hat-control bone add depth and slightly follows the 2.5D face control.
To create an easily bendable hat, the
hat mesh was divided into horizontal rows with 5-6 vertices. This creates a conical topology with just enough vertices to be able to model realistic bending and distortion.
hat mesh is bound to all three bones making up the hat. The top vertices are mostly influenced by the
hat bone, while the bottom vertices are mostly influenced by the
hat-base bone. Depth is added to the center vertices, which are mostly influenced by the
The red cape illustrates how to create a flexible rig that follows body motions, while making it easy to add secondary motion, all without cumbersome manual mesh deformations or bone transformation keying.
The cape is composed of 2 meshes, 1 region, and 10 bones. The two meshes make up the shoulder parts of the cape. The region constitutes the ribbon.
Special care was taken to ensure easy control of the meshes' deformation behavior. The lace at the bottom is partitioned into a strip of 5 sections, preserving the shape of each individual part. For better deformation behavior of the vertices at the top edge, a vertex was placed to match the position of the shoulder bone. The lowest edge of the outer part of each mesh is also divided into 3 sections to smooth the bending where most of the secondary motion will take place.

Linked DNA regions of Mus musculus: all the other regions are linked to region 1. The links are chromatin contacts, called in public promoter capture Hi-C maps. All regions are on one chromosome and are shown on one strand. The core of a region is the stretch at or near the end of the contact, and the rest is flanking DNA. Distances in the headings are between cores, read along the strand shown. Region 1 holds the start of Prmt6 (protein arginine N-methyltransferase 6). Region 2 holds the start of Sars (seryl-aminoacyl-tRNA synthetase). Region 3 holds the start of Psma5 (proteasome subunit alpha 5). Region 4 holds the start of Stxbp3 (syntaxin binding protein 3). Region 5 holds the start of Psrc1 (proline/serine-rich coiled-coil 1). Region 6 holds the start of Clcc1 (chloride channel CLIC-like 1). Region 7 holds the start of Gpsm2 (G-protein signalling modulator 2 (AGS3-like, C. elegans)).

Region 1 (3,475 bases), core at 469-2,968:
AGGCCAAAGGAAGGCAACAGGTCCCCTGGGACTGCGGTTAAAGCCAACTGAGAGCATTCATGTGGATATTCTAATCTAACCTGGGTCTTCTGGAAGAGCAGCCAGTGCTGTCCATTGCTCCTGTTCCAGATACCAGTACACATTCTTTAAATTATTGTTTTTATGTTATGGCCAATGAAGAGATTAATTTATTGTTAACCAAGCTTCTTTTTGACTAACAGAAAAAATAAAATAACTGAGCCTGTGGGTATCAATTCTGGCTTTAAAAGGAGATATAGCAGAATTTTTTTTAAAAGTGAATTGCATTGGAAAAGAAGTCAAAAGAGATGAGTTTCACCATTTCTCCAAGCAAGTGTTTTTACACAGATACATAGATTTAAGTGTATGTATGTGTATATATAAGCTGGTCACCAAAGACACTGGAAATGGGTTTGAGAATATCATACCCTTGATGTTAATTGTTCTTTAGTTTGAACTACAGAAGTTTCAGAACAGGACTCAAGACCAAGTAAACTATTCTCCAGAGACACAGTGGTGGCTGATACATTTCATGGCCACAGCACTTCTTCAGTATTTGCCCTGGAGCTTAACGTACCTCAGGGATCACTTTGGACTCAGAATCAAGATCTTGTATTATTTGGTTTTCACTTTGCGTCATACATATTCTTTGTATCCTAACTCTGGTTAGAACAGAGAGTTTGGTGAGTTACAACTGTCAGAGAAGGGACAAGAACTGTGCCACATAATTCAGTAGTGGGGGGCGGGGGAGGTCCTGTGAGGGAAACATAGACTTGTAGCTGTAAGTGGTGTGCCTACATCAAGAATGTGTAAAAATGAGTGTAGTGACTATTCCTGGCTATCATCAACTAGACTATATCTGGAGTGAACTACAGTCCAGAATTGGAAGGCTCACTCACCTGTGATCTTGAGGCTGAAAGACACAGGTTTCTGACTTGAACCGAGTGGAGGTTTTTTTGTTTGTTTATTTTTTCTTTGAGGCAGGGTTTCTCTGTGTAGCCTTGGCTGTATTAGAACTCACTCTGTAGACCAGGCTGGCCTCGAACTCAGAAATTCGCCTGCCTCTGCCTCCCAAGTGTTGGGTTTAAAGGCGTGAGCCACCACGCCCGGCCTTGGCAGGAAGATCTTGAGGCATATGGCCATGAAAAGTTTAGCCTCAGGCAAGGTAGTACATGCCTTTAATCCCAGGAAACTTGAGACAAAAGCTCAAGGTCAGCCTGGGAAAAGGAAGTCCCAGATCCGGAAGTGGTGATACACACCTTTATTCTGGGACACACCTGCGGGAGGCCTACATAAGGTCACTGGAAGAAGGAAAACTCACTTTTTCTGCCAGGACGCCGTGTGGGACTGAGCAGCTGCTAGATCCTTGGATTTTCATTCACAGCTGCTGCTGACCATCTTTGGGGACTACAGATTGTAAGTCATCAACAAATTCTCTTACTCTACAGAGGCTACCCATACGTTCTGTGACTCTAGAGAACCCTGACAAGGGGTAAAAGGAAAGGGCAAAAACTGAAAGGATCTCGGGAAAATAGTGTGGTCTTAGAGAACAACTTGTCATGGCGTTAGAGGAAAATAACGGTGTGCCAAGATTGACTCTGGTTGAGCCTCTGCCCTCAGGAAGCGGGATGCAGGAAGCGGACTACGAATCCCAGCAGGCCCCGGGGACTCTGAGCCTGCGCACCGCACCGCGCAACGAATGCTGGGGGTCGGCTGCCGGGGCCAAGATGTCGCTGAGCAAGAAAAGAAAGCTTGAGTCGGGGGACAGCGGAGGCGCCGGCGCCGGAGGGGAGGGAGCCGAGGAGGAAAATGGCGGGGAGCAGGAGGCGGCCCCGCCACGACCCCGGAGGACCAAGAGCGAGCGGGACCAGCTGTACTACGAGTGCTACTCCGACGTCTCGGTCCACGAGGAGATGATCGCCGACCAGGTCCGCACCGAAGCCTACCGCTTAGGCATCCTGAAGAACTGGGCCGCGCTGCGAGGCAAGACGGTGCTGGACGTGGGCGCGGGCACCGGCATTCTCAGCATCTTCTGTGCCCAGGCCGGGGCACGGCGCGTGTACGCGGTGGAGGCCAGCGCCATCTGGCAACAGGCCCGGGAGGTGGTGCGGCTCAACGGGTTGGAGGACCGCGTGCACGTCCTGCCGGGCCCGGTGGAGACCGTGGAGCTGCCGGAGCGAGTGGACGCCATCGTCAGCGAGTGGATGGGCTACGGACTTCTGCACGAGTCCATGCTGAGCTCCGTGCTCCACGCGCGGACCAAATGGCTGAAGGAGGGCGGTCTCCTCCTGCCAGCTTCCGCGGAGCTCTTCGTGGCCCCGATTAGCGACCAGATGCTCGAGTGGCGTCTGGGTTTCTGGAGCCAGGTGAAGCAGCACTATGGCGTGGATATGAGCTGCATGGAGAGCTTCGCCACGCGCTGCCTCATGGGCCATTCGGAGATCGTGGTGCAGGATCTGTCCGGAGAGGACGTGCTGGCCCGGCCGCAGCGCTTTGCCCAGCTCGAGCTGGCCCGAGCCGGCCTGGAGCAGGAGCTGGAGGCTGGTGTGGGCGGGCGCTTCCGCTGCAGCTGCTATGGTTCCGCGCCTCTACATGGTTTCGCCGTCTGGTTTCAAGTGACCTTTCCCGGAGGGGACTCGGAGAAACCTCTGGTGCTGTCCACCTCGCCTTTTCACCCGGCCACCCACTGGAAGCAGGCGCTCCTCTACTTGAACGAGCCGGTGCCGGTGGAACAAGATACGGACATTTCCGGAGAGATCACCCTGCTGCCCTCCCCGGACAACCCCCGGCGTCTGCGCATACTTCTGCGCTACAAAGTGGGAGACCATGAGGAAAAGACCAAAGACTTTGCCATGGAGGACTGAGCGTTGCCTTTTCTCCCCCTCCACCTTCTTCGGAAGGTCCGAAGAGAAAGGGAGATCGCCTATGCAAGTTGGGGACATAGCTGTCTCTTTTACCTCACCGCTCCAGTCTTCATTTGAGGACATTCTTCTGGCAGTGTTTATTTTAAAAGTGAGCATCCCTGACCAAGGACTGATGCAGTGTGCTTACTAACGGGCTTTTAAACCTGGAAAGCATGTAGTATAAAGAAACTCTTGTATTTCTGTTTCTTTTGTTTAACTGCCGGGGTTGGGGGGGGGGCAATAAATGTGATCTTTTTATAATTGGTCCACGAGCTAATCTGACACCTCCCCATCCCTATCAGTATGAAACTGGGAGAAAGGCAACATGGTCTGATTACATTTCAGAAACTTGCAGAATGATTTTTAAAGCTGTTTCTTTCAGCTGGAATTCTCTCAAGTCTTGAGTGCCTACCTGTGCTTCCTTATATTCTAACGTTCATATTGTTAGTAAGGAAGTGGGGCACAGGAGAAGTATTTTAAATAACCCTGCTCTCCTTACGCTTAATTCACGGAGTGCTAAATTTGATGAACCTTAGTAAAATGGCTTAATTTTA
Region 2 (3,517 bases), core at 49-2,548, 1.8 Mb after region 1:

cape-red-up is bound to four bones:
body-up for the parts that don't need to move because they are attached to the body,
cape-red-front-outside to control most of the secondary motion,
cape-red-front-inside to control the inner part of the cape separately, and
shoulder-front to fix the shoulder rotation. The same approach is used for the
cape-red-front-outside bone is parented to the
cape-front-rotator bone, which itself is parented to the arm and is not directly bound to the mesh. Big movements of the cape are created by rotating this bone. Small adjustments that can be skin-specific are done via the
Additionally, the bone
shouder-front-transform and its child
shoulder-front help the cape mimick the rotation of the arm. This is done through the transform constraint
shoulder-front. Without this constraint, rotating the arm all the way up causes the shoulder to enter the body instead of creating volume from the contraction of the muscle. See the shoulder tip for an alternative way of handling shoulder rotation.
The blue cape is composed of 6 meshes and 16 bones.
The upper part is composed of 2 meshes:
cape-blue-up-back, which are influenced by the
body-up bone to keep them in place at the bottom, by the
head bone in the mid-section, and by the
cape-control bone at the top of the head to allow the cape some freedom of movement. The influence of the
head-back-control bones adds depth to the cape. To guarantee a nice seam between the top parts of the two meshes, each mesh has vertices at the same location and with the same weights as the other mesh.